A MAJOR cyber attack named WannaCry recently wreaked havoc around the world. FedEx in the United States, NHS (National Health Service) hospitals in the UK, PetroChina and various other organisations were among the victims.
Due to these attacks, vital services were interrupted, resulting also in a loss of income.
Most of the affected computers were running an older version of the Windows operating system, developed by Microsoft, called XP. The fact that this older version of Windows had security vulnerabilities, and that Microsoft had ended its support of the system in 2014, although nearly seven per cent of computers in the world are still using Windows XP, exacerbated the issue.
It is strange that although Microsoft has long had a monopoly (in the desktop market), it charges its users very large sums for the support of the older versions of its operating systems, possibly to leave users with no choice but to switch to newer versions.
How secure is government data?
However, to Microsoft’s credit, they did make a patch available to protect against WannaCry once the scale of the attack became clear.
Insecure outdated systems proved to be an easy target for attackers.
There are repercussions involved when you connect to the internet in an insecure way — especially when your job and the data at hand are critical — and you affect others around you in a big way.
This attack fell in the category of attacks known as ransomware, in which important data on a user’s computer is encrypted by the hacker and a ransom is then demanded, through an anonymous online currency called Bitcoin, to decrypt those files. The global security firm Symantec has reported an aggressive increase in ransomware attacks in recent years.
The damage inflicted by cyber attacks is bad enough in countries where strong cyber regulations are in place to protect privacy and critical data. It could be much worse here in Pakistan, where user data isn’t really protected and strong regulations are not in place, so the WannaCry attack is definitely a wake-up call for us.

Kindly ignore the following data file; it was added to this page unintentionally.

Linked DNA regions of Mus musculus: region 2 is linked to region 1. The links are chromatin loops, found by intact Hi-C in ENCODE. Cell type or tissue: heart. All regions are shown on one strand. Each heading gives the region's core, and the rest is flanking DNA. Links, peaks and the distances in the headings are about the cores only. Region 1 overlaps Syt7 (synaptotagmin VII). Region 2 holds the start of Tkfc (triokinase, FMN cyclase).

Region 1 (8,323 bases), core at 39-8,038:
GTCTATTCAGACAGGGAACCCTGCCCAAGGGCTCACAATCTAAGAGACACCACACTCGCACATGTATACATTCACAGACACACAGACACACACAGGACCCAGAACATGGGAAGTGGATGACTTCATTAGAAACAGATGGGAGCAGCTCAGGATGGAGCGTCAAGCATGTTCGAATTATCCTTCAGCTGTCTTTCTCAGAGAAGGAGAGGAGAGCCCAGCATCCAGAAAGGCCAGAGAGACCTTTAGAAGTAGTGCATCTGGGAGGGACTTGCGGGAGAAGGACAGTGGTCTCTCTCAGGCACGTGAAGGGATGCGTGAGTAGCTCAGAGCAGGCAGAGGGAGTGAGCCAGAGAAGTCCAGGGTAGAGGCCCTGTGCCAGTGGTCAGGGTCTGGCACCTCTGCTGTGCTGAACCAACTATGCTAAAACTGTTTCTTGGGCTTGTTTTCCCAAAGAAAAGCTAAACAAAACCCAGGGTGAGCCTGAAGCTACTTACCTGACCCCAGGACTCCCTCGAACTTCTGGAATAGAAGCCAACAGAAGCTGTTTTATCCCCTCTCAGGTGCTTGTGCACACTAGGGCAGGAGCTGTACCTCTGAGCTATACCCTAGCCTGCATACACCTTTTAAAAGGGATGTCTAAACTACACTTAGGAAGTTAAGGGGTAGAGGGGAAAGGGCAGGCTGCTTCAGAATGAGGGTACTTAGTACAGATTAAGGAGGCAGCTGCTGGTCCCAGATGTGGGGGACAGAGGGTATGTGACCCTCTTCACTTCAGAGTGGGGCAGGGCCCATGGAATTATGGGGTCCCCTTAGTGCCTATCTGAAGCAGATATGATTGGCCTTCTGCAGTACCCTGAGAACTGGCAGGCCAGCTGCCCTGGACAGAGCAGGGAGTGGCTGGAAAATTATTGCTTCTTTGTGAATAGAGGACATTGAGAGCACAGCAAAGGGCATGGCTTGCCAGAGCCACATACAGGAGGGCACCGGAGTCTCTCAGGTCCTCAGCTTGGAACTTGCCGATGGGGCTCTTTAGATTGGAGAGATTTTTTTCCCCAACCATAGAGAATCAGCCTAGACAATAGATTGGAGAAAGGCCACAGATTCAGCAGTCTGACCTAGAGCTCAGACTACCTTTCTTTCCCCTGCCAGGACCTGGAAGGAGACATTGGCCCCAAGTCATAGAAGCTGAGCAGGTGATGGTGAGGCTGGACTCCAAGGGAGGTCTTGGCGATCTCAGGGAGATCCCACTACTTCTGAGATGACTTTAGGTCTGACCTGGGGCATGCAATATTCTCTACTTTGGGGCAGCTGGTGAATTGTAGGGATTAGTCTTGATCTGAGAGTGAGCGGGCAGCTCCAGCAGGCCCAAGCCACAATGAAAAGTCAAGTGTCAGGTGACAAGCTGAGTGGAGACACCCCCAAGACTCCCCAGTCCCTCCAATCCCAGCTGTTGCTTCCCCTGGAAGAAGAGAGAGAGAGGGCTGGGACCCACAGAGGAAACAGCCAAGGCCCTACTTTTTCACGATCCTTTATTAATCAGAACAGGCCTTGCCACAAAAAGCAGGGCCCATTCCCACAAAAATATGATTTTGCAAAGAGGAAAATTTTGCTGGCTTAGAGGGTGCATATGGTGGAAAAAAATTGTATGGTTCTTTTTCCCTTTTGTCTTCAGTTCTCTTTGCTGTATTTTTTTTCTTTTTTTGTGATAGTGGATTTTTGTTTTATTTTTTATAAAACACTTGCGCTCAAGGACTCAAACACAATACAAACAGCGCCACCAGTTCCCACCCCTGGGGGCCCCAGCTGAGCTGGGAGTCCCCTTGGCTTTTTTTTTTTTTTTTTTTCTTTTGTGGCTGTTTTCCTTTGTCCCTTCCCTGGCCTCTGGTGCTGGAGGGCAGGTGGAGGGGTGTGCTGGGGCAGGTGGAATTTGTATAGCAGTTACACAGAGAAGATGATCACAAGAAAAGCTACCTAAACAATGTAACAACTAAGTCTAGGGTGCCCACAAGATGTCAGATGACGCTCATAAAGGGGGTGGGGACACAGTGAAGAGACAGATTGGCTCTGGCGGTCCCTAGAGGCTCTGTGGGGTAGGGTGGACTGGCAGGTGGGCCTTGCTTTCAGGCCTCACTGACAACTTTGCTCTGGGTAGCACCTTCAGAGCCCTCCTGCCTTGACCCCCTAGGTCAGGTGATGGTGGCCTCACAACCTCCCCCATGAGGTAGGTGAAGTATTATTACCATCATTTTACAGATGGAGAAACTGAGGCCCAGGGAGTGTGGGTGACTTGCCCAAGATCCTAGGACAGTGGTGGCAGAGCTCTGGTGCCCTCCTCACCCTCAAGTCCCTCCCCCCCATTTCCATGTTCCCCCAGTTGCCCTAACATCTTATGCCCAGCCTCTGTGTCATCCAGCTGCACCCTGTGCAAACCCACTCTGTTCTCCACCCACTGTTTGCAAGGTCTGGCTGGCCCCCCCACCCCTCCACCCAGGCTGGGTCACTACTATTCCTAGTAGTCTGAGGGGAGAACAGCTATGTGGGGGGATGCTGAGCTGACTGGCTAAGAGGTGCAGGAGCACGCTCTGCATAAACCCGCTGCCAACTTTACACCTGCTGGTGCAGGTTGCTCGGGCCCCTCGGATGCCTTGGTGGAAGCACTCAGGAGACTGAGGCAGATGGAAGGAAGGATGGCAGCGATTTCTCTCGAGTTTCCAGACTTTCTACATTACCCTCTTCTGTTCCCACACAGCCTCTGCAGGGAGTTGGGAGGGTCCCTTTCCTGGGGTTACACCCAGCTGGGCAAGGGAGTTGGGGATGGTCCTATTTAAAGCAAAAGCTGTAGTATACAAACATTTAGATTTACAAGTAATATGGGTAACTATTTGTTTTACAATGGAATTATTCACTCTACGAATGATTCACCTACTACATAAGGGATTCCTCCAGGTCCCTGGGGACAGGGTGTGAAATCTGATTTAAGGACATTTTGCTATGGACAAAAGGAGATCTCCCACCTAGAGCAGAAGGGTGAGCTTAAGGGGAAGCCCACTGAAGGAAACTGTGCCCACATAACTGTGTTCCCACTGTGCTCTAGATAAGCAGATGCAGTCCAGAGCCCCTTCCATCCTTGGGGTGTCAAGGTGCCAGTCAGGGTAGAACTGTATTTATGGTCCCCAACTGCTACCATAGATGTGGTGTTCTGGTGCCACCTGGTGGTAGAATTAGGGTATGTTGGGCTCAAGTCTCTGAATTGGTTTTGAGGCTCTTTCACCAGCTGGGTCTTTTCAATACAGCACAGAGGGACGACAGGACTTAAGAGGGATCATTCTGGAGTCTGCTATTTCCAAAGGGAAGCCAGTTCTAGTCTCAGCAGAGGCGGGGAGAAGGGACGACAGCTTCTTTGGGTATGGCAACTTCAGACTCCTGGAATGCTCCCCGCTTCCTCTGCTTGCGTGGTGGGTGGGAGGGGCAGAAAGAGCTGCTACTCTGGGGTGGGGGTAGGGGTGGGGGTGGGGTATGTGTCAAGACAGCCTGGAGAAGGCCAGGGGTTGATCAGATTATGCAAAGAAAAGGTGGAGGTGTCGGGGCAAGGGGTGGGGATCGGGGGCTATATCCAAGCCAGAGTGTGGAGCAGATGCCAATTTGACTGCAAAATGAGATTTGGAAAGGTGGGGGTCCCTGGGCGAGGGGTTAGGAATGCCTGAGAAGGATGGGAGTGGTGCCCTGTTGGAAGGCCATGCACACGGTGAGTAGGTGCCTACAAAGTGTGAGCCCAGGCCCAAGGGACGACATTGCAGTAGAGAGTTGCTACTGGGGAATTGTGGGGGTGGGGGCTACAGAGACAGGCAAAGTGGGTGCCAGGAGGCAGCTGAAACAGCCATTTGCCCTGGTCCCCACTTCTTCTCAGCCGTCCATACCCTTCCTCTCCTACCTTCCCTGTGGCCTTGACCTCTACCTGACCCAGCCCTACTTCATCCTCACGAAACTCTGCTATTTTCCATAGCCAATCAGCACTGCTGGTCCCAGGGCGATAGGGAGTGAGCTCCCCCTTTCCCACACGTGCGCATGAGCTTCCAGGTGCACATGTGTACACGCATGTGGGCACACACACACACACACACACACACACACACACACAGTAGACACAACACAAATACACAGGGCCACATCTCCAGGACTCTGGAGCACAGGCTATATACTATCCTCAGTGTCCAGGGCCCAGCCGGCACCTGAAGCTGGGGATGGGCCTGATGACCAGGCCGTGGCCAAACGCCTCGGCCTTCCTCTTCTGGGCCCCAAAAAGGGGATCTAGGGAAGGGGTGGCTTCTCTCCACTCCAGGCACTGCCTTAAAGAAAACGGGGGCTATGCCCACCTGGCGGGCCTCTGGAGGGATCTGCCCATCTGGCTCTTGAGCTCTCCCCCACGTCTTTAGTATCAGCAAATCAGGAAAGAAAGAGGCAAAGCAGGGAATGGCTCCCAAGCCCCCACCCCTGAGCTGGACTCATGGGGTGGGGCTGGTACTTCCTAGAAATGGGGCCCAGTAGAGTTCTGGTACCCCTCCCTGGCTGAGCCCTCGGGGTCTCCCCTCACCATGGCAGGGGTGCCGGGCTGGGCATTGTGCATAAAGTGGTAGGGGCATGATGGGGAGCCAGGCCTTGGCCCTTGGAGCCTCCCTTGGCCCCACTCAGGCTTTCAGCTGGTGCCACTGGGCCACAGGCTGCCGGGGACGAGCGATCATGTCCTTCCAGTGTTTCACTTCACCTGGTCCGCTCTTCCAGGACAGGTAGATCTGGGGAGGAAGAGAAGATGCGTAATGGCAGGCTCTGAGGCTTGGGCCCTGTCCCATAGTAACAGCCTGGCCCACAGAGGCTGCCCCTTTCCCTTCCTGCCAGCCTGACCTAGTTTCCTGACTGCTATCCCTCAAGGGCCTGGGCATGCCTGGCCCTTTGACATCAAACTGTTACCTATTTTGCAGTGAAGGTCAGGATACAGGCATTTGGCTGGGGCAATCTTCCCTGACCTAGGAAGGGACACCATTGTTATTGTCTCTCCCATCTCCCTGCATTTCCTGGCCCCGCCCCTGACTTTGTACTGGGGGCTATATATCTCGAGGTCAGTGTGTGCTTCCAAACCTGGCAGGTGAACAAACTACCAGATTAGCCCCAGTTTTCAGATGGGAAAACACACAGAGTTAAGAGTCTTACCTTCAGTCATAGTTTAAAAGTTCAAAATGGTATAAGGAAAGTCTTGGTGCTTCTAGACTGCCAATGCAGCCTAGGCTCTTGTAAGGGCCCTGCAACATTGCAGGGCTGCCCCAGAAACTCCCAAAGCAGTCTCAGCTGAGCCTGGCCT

The choice of machines and software should be based on a coherent policy that serves and protects data pertinent to the state, its business and its citizens. Let me give three examples to illustrate how casually important data is handled in this country and how feeble our policymaking around this is.
First, the way personal information is handled in most of our businesses leaves us susceptible to attack. For instance, the use of software and data in our healthcare sector can easily be exploited. Patient data contains very private information, which, if acquired by people with malicious intent, can cause grave harm. Some countries, such as the US, have strong regulation in the healthcare IT sector (ie the Health Insurance Portability and Accountability Act).
The situation here is totally different, particularly in the private sector. I personally know doctors in major private hospitals in Lahore who do not worry about the way they handle their patients’ data. I have known and observed doctors, who work at a very expensive local hospital, keeping critical patient data on the outdated Windows XP system connected to the internet and not losing sleep over it.
Second, the way we treat information (digital or otherwise) around our public and private offices also leaves us exposed. In one major state-owned organisation, some of the senior management still take a printout of an email and pass it around. Passing an email around on paper defeats the purpose of privacy and sensitive information can easily be leaked. A number of years ago, the press obtained an embarrassing set of printed emails believed to have come from the British prime minister’s office. It was later revealed that the information may have been taken out of the trash by a Mr Pell (who interestingly fished for information on the lives of celebrities and politicians in dustbins to sell).
Third, it is interesting to look at how software is set up and maintained by our government institutions. Going by publicly available data from an internet services company BuiltWith, many of our local websites appear to be based on outdated software programming frameworks and tools.
Keeping in view the above, one can also probably take the liberty of assuming that computer systems in our government offices might be using outmoded versions of software, leaving them similarly susceptible to attacks (if we can learn one thing from WannaCry, it is to use updated versions of software).
It makes one wonder why our government websites and backend systems are not hosted on open-source software instead of expensive Microsoft-based technologies, which are also expensive to maintain. At the least, all of our government websites, computers and data should be governed by a uniform, yet strong, IT policy to help guard information that is critical.
The writer works in the technology sector.
Published in Dawn, July 18th, 2017